“Hu’ng has his moments of wondering whether this is the afterlife or the present life. But then he asks himself, Does it matter?"

Also Reading:

Don Cherry: Hockey Stories Part 2. This requires some explanation. I'm actually taping read-aloud segments of this book to give to my father -- whom I clearly remember yelling "Get out of the way!" (of the television) during "Hockey Night in Canada" when I was but a girl -- on CD for Christmas. You see, Dad doesn't see well, so could never read the book, and I don't think he needs a new sweater or more socks. So this is a personal touch, and hopefully the stories will make him smile.

Don't tell him what I'm doing, okay?

Just Watched:

The 2001 movie "K-Pax," starring one of my faves, Kevin Spacey, and Jeff Bridges. Some fine writing in this, and decent acting. But oh the Hollywood ending ... everything came neatly together in a package tied with a bow. Still, worthy of a Shaw On Demand rental on a wet night in November.http://www.blogger.com/www.imdb.com/title/tt0272152/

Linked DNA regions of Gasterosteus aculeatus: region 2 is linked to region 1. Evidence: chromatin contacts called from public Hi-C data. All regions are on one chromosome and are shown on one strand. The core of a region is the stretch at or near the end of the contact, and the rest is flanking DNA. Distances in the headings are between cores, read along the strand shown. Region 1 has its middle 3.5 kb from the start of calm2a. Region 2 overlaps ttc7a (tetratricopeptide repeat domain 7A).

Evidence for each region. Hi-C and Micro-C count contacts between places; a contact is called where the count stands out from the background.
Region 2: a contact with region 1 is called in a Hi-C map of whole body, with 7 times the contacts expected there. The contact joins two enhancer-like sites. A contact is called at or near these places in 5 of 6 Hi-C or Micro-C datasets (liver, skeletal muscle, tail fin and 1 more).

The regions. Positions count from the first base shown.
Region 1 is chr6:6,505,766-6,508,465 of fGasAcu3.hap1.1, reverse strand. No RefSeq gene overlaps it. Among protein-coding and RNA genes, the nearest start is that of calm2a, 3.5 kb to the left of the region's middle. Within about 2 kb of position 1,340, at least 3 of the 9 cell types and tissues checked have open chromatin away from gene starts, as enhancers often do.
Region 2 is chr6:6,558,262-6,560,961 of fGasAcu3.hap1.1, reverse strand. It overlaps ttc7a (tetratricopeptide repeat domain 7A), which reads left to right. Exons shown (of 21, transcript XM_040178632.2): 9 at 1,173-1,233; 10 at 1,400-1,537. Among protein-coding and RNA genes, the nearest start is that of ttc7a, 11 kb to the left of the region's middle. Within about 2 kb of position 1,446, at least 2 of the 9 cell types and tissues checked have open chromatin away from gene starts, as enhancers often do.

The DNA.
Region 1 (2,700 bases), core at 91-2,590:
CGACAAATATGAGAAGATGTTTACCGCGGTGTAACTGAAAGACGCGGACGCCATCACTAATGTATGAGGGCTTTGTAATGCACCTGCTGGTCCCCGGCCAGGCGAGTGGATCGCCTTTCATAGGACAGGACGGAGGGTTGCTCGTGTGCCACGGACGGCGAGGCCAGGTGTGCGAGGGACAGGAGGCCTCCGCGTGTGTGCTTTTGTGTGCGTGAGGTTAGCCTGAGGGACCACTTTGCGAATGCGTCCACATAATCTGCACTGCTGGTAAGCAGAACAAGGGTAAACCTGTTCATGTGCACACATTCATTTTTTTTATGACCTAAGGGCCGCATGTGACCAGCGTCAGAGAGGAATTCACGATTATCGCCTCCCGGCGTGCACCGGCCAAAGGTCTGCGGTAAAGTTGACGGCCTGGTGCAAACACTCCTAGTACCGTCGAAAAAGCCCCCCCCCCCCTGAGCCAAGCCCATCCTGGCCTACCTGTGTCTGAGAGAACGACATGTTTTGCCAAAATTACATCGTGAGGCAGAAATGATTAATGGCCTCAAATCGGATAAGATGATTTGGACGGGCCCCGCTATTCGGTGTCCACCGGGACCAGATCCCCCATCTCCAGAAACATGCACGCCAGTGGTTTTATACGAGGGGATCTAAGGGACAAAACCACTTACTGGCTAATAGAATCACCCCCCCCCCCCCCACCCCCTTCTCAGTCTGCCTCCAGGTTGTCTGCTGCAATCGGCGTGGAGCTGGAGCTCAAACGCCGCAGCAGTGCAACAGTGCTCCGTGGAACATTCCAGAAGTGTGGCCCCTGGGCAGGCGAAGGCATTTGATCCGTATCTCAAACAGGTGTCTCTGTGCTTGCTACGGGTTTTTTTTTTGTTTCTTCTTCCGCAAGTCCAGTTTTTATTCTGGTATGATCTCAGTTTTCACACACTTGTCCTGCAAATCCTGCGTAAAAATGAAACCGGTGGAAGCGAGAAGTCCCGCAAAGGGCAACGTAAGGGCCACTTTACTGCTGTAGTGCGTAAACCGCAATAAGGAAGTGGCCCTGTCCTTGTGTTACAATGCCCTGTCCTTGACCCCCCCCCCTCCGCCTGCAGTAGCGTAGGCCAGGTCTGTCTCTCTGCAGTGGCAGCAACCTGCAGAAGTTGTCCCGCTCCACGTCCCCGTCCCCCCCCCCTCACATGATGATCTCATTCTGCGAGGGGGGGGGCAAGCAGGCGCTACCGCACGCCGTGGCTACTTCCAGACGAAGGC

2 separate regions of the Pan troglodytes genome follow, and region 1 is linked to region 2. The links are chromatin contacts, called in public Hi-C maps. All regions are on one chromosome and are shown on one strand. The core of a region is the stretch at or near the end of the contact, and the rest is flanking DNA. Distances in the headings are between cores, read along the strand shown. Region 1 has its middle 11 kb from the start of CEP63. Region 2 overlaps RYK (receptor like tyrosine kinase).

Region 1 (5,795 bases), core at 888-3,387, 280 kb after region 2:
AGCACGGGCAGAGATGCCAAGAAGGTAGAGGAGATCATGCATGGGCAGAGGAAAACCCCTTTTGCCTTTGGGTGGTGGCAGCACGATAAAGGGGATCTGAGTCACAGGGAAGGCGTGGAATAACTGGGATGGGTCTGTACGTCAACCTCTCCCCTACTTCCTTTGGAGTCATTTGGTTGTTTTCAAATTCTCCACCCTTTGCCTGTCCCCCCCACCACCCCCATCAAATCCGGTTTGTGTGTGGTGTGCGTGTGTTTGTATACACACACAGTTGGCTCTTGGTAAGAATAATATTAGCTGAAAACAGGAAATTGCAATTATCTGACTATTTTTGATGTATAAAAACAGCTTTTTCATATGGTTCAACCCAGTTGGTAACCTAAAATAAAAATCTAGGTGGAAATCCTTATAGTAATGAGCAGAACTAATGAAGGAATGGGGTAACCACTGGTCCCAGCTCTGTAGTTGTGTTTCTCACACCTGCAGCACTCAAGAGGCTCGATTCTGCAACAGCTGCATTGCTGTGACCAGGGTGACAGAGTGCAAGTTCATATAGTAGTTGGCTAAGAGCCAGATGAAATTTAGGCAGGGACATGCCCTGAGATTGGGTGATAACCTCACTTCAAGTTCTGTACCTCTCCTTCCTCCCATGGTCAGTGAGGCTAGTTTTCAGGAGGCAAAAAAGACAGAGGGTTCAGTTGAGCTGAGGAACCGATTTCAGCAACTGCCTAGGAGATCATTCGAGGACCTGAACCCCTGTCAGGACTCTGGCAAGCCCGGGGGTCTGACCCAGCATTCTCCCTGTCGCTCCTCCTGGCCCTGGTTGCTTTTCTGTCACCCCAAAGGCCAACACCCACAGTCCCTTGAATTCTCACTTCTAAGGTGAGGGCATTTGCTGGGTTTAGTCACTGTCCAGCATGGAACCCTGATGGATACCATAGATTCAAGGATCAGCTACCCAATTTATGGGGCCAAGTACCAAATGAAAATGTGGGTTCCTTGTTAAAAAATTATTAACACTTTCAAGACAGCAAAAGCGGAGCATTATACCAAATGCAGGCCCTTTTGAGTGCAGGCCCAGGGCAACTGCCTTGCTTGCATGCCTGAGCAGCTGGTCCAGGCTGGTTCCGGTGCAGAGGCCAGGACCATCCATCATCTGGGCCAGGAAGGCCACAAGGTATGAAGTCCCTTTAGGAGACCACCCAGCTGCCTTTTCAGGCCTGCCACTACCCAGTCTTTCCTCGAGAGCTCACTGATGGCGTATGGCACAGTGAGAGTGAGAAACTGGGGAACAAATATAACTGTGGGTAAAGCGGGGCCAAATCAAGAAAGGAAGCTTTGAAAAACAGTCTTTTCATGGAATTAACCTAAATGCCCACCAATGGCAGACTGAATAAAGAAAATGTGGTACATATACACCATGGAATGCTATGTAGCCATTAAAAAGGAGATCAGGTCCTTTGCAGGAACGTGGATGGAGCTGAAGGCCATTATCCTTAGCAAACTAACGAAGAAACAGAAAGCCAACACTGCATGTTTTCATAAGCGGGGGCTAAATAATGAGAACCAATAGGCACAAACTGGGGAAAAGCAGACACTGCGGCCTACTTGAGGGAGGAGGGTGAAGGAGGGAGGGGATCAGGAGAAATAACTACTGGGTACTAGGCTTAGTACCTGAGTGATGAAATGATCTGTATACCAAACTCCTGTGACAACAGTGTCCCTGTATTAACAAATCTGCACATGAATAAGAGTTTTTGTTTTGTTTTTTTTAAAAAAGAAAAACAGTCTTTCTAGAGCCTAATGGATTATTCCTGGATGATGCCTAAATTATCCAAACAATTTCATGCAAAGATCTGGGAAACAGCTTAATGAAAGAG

The writing at the end is worth watching the movie for.

Just Went To:

The University of Alberta's Studio Theatre production of "Love and Human Remains," a play by Brad Fraser.

From the program cover: "Brually Dark, Sexually Explicit & Wickedly Razor Sharp."

Not sure if I'm getting old, cranky, or discriminating, but I found it excessively violent, gratuitously foul-tongued, and the nudity and simulated sex was just ... well, silly.

Many lines were yelled. The character Benita -- a hooker\mind-reader who welcomed physical brutality and sexual degradation -- was the most theatrical of the troupe, but why the inclusion of many (cliched) urban legends? Ie: car breaks down, boyfriend tells girlfriend not to leave the car while he goes out for help, she hears something on the roof, finds out the next day it's the boyfriend's blood dripping or fingernails scraping (you know the story ... fill in your own rendition) on the roof.